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US Services Economy Weakest Since January As New Orders, Employment Tumble (But ISM Surges)

Following the "baffle 'em with bullshit" beats and misses, improvements and deteriorations in China's Services and Manufacturing PMIs, this morning we round out the US data. After US Manufacturing rose (Markit PMI) and dropped (ISM), US Services PMI dropped to 54.8 and has not been lower since January (despite modestly beating the preliminary print) amid the weakest new order volume since January and poorest employment growth in 8 months. As Markit warns, "the survey data also reinforce strong arguments – notably a continued absence of inflationary pressures – that there is no rush to tighten policy." But then, just to top off all the idiocy, ISM Services surges from 56.9 to 59.1, smashing expectations confirming the "baffle 'em with bullshit" meme.

 

With China entirely confusing in both Services and Manufacturing PMIs...

 

It is perhaps not surprising that US Manufacturing is both improving and collapsing...

 

But Services PMI dropped to its lowest since January as ISM Services spiked...

 

As Markit notes, as was the case with activity, new business volumes also increased at a slower rate in October. Moreover, with the latest expansion of new order books the slowest since January, companies were more cautious with regard to their hiring policies, with service sector employment rising at the weakest pace since February.

Services PMI notes deterioration in:

  • - Client demand
  • - New Busines
  • - Order Books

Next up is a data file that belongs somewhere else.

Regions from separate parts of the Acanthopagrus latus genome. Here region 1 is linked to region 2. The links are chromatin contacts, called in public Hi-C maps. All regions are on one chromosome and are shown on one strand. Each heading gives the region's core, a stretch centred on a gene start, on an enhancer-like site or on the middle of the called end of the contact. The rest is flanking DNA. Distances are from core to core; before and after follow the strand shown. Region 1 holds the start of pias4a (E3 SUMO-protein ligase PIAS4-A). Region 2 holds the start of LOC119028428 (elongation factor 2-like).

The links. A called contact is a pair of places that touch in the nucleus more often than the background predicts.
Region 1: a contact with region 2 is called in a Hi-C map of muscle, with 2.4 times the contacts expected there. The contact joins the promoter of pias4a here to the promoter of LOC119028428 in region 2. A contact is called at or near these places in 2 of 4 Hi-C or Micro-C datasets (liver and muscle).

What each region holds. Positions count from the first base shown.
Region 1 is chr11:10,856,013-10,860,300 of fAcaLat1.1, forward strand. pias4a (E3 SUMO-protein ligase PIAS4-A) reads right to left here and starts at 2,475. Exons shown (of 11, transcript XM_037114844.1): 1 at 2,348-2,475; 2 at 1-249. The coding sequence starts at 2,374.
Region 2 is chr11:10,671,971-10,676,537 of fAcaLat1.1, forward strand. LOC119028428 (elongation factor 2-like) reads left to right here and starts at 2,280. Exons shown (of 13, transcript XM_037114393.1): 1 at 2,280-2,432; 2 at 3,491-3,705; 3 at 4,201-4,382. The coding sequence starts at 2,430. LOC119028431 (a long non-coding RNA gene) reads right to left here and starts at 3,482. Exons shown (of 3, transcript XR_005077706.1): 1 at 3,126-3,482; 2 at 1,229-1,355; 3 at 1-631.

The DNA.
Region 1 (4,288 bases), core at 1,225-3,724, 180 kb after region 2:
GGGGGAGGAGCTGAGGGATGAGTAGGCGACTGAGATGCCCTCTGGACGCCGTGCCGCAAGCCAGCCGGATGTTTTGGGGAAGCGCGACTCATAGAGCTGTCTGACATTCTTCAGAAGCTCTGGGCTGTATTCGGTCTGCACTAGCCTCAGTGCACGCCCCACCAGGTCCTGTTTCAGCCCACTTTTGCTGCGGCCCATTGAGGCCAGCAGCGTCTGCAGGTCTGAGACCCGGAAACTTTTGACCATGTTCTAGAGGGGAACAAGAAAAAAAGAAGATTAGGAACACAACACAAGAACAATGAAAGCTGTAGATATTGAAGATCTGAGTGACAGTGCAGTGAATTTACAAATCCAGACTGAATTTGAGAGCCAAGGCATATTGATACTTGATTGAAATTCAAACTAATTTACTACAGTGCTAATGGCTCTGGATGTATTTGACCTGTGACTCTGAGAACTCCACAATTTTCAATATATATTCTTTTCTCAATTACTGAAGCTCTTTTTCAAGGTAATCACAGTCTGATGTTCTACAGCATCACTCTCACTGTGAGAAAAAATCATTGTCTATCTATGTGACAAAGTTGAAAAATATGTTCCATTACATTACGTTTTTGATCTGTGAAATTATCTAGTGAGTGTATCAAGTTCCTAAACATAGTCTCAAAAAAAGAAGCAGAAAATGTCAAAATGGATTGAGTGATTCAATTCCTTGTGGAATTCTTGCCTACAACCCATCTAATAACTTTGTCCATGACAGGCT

• - Employment
  • - Inflation
  • - Optimism

But ISM Services saw everything improving...

 

As seasonal adjustments crate a surge in new orders that was entirely not present in reality...

 

All of which serves to confuse....

The PMI surveys indicated that the pace of economic growth held steady in October, but remains weaker than the rate seen throughout much of the year so far. Job creation also slipped to the lowest seen for eight months, as service sector firms in particular have become increasingly nervous about committing to additional headcounts.

 

“The surveys nevertheless signal ongoing moderate growth of business activity and employment in the manufacturing and service sectors, which will keep alive the possibility that policymakers could be persuaded into raising interest rates before the year is over. However, the survey data also reinforce strong arguments – notably a continued absence of inflationary pressures – that there is no rush to tighten policy.

 

“Much will now depend on the November survey data, which will provide a reliable guide to business conditions in the fourth quarter.”

Charts: Bloomberg